Less than 2 weeks ago B&G Foods (BGS) was trading at $23.35 and was recommended on this site for its yield of more than 4.6% and its potential growth opportunities. The shares have closed higher for eight consecutive days since then. on June 14th B&G closed at $26.11, and, as a consequence, the yield has declined to just over 4.1%. Is it still a buy?
On June 6th, B&G's CEO David Wenner and CFO Bob Cantwell presented at the Piper Jaffray Consumer Conference providing insight into the company's guidance and expected performance and should help investors decide if B&G is still an appropriate investment. Cantwell noted that the cash flow before capital expenditures, cash taxes, interest and dividends was projected at $166-$170 million. These four items were, respectively, expected to use $12, $22, $43 and $52 million of that cash, leaving $40 million to reduce debt. Why is this important to investors?
B&G has been able to significantly grow earnings by acquiring shelf-stable food brands from larger competitors that were immediately accretive to earnings. These brands, sometimes referred to as orphan brands, were often neglected at the larger companies because they were considered too small to be allocated limited marketing, development and management resources. To fund the acquisitions, B&G would take on debt.
The latest significant acquisition of Culver Specialty Brands from Unilever NV (UN) for $325 million, which was completed in January, increased the company's debt leverage to 4.3x. The acquisition, while immediately accretive to earnings, placed debt at a level that would decrease its ability to take advantage of future opportunities. While discussing the company's leverage, Cantwell noted that using the $40 million of expected cash flow to reduce debt would bring the company's leverage below 4x by year end. This is significant because it will allow the company to take advantage of another CSB sized opportunity.
One concern that surfaced during the first quarter earnings conference call was a slowdown in sales of certain products. Wenner had linked the lack of growth to the unusually warm weather over the winter rather than to anything specific to B&G. At the Piper Jaffray conference he noted that while Cream Of Wheat sales had declined in Q1, the company had actually increased market share in the category. Sales in the current quarter appeared to confirm that the slowdown was only weather related.
While the company has been able to revive and grow the brands it acquires, the dividend increases have been fueled by accretive acquisitions. The company's reputation and ability to close deals quickly makes it an attractive buyer when others are looking to sell. At the conference Wenner noted that it has become more difficult to find brands that meet the company's requirements. He specifically cited Kraft (KFT) as one company not looking to divest brands at the current time. Kraft management has set a goal to grow organically by 5%, and divesting brands makes that significantly more difficult.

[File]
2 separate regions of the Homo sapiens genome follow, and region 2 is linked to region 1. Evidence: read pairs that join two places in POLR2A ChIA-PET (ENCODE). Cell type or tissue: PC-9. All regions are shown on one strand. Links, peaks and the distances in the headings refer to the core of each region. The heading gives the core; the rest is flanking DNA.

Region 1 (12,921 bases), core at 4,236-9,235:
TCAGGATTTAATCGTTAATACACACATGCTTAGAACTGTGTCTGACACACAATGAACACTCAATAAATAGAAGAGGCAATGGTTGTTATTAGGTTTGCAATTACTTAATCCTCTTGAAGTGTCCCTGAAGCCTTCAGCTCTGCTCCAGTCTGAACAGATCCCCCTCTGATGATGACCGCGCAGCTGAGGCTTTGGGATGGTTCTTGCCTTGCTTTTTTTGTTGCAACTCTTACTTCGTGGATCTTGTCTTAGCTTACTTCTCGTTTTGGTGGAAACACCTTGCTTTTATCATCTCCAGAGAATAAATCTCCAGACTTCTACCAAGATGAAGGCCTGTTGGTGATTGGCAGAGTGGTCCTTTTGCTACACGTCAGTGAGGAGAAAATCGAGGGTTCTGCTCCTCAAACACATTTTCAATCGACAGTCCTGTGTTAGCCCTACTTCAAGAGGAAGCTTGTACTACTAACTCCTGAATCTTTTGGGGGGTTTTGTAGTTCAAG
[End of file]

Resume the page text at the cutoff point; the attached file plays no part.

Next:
The dividend is reasonably well covered and the yield at 4.1% still remains attractive compared to its competitors. The J. M. Smucker (SJM) dividend yield is at 2.5%, Kraft at 3.0%, Kellogg (K) at 3.6%, General Mills (GIS) at 3.2% and PepsiCo (PEP) at 3.1%. However, with the B&G share price increase and the resultant decline in the dividend yield, that advantage has narrowed.
B&G management considers the company to be shareholder friendly and makes returning capital through an attractive dividend a top priority. The most recent increase in the dividend was funded by the accretive CSB acquisition, and disclosures by Cantwell that the company will be in a position to make another acquisition of this size by year end is welcome news to investors.
Some conservative investors will be concerned by the relatively high debt levels, and the decrease in the comparative dividend advantage will provide less of an incentive to take on risk. I am long B&G Foods and will continue to hold the shares. However, at the current prices, I will not be adding to the position at this time other than through dividend re-investment.